These circumstances were simply the result of the lockout and the pressing need of some of the locked-out employees of Gleason immediately to return to gainful employment.


Assuming that the employers confined themselves to utterances such as these, they would be well within their rights. The statements were only a recitation of existing facts in the light of the applicable law; and they could be freely stated by the employer in the absence of any solicitation of union members to accept nonunion employment or encouragement of workers by the employer to resign from the union. In other words a decision by an employee to resign from the union and to seek employment must be made independently by the employee and entirely on his own. He may hope to get a job with his old employer but he must be given no assurance that he can have one, if he resigns from the union; nor can the employer give him any inducement to do so. The employer, however, has no duty to declare that it would not employ the former union-member employee at all. Moreover, the employer cannot be faulted if the employees draw an inference from the employer's statement that it can hire nonunion labor during the lockout, that a job may be available there for him. The Board is of the opinion that remarks of this kind by the employer to the employees under the circumstances, even though carefully circumscribed as above stated, constituted an unfair labor practice, and to prevent it, the employer should be prohibited from giving any former employees who had resigned from the union, such temporary employment. With this position we must disagree.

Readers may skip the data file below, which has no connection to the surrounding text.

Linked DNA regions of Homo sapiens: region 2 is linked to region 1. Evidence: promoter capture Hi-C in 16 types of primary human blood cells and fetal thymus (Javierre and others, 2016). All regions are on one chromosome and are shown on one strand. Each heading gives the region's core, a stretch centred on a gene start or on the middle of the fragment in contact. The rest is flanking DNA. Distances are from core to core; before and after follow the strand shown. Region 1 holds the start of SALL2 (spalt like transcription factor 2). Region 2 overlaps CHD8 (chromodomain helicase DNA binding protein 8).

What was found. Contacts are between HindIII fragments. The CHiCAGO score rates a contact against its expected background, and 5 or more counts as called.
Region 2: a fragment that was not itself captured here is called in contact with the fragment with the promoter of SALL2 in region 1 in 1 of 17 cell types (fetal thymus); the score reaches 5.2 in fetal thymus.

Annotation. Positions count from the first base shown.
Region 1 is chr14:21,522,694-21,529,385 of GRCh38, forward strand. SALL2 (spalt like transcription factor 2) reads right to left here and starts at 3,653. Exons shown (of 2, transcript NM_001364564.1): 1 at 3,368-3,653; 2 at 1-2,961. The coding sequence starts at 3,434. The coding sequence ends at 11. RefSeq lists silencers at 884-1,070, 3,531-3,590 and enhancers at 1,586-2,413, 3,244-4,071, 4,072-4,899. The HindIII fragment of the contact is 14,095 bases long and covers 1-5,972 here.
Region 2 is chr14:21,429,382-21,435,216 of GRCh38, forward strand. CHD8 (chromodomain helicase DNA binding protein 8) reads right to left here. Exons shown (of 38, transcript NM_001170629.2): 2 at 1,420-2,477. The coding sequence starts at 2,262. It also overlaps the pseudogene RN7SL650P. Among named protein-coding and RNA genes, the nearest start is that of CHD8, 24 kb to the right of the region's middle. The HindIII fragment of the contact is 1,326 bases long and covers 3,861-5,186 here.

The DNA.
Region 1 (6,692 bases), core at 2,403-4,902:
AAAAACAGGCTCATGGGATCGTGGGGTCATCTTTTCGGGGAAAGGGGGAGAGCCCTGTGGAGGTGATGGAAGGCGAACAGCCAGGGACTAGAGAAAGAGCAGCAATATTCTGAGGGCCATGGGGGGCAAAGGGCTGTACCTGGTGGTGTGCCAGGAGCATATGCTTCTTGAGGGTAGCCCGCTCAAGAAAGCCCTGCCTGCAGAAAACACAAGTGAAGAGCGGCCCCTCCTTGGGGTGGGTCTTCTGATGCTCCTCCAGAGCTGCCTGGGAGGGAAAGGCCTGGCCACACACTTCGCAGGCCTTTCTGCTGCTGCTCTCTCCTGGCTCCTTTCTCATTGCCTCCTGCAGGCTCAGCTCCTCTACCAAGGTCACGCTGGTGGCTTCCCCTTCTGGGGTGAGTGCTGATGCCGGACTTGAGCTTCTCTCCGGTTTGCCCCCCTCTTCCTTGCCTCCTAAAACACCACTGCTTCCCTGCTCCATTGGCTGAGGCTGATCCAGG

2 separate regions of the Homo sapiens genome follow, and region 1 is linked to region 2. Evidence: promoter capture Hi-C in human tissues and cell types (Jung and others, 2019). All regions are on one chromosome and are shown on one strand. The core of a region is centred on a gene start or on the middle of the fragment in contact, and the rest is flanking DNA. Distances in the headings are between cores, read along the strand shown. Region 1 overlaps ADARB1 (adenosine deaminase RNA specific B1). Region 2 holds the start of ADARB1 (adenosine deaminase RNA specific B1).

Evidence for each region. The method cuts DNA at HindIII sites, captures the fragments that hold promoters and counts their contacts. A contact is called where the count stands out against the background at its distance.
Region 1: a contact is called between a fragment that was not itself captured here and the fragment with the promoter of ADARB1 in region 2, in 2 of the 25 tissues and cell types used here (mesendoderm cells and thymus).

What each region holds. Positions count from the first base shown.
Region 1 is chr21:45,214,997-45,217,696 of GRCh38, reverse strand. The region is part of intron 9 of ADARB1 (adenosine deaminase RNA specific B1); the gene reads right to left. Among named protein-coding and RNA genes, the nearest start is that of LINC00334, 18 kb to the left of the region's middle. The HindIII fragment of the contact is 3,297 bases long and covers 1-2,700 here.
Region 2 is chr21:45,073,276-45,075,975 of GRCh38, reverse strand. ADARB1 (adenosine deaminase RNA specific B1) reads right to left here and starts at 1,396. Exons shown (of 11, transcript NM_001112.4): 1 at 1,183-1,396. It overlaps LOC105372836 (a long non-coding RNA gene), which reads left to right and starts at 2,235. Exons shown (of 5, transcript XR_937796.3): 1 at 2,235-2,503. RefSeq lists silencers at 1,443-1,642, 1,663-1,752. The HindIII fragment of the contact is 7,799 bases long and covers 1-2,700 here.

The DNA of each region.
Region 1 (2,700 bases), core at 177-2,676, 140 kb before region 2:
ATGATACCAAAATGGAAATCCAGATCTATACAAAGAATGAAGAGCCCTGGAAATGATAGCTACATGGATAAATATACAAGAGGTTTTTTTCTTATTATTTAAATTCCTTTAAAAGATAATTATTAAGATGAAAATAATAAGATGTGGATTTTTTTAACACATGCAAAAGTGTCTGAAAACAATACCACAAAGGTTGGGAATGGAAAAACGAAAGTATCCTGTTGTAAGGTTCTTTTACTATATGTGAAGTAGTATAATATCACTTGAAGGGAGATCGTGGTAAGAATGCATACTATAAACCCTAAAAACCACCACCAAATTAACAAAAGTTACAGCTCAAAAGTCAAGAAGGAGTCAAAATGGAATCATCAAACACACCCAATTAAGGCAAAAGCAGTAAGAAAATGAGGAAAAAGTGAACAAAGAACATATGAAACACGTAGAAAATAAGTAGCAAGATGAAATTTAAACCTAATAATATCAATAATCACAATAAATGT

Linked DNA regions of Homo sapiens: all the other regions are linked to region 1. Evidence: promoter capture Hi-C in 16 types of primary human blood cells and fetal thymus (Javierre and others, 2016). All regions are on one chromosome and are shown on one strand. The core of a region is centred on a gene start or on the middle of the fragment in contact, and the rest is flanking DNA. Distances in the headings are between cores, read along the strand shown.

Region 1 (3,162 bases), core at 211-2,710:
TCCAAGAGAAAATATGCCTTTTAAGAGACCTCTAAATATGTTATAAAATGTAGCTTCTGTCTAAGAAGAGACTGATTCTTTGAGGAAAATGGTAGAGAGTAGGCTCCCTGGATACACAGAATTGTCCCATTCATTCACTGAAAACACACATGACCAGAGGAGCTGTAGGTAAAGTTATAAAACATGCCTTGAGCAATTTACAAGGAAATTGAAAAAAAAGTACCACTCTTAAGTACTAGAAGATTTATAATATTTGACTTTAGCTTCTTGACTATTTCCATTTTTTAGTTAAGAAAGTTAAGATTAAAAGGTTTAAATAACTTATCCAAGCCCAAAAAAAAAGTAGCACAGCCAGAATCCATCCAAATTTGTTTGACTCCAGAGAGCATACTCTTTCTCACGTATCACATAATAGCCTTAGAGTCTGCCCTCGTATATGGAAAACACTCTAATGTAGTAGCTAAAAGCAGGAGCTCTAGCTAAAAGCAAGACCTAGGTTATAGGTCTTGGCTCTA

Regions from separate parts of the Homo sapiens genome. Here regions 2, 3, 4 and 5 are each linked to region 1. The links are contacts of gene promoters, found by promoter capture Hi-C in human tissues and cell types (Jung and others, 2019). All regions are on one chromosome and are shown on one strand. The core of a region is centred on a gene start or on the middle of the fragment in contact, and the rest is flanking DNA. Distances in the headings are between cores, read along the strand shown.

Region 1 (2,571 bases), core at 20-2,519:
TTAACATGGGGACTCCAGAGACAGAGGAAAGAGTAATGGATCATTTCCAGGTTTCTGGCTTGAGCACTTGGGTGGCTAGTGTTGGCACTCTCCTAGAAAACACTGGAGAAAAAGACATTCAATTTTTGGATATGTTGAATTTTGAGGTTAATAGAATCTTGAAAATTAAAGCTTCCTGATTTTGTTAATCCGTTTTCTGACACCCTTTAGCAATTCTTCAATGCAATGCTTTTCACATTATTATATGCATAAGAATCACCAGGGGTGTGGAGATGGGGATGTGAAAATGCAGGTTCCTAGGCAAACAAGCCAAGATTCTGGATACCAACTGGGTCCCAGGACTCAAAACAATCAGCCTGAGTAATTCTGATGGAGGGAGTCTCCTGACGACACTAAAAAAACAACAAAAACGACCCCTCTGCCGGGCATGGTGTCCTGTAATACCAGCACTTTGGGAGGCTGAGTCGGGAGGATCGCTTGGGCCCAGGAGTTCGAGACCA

We have just described the outer bounds of what an employer can say, without risking an unfair labor practice. This is where the line must be drawn. No employer can ask its union employee to resign, or promise him another job if he resigns from the union, or urge, induce, recommend, encourage, persuade or compel him to do so.


The Board must now make findings and decide, on remand, whether or not Gleason and Gutterman remained within these permissible bounds.